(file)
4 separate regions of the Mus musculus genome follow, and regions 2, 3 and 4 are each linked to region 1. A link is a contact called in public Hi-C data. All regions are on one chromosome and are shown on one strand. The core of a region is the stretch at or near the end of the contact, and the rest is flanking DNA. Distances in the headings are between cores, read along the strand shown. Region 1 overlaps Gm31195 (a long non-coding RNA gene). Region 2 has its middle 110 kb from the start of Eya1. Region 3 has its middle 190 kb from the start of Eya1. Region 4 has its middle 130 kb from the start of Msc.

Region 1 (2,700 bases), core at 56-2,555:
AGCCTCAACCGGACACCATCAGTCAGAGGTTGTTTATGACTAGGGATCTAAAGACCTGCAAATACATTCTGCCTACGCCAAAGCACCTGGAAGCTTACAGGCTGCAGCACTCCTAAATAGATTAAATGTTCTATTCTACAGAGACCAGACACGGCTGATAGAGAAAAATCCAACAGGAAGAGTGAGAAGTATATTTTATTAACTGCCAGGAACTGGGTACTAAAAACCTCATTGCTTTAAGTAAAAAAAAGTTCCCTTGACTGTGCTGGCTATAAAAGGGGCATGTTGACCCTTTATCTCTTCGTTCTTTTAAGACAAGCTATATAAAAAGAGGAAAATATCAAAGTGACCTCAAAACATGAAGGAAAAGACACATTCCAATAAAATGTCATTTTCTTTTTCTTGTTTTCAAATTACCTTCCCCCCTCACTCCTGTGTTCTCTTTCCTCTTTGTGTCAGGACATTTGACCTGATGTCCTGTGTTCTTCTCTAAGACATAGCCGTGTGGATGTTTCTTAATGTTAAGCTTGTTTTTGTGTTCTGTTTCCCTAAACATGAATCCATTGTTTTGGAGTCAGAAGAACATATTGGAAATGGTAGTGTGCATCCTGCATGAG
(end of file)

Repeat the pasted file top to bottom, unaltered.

4 separate regions of the Mus musculus genome follow, and regions 2, 3 and 4 are each linked to region 1. A link is a contact called in public Hi-C data. All regions are on one chromosome and are shown on one strand. The core of a region is the stretch at or near the end of the contact, and the rest is flanking DNA. Distances in the headings are between cores, read along the strand shown. Region 1 overlaps Gm31195 (a long non-coding RNA gene). Region 2 has its middle 110 kb from the start of Eya1. Region 3 has its middle 190 kb from the start of Eya1. Region 4 has its middle 130 kb from the start of Msc.

Region 1 (2,700 bases), core at 56-2,555:
AGCCTCAACCGGACACCATCAGTCAGAGGTTGTTTATGACTAGGGATCTAAAGACCTGCAAATACATTCTGCCTACGCCAAAGCACCTGGAAGCTTACAGGCTGCAGCACTCCTAAATAGATTAAATGTTCTATTCTACAGAGACCAGACACGGCTGATAGAGAAAAATCCAACAGGAAGAGTGAGAAGTATATTTTATTAACTGCCAGGAACTGGGTACTAAAAACCTCATTGCTTTAAGTAAAAAAAAGTTCCCTTGACTGTGCTGGCTATAAAAGGGGCATGTTGACCCTTTATCTCTTCGTTCTTTTAAGACAAGCTATATAAAAAGAGGAAAATATCAAAGTGACCTCAAAACATGAAGGAAAAGACACATTCCAATAAAATGTCATTTTCTTTTTCTTGTTTTCAAATTACCTTCCCCCCTCACTCCTGTGTTCTCTTTCCTCTTTGTGTCAGGACATTTGACCTGATGTCCTGTGTTCTTCTCTAAGACATAGCCGTGTGGATGTTTCTTAATGTTAAGCTTGTTTTTGTGTTCTGTTTCCCTAAACATGAATCCATTGTTTTGGAGTCAGAAGAACATATTGGAAATGGTAGTGTGCATCCTGCATGAG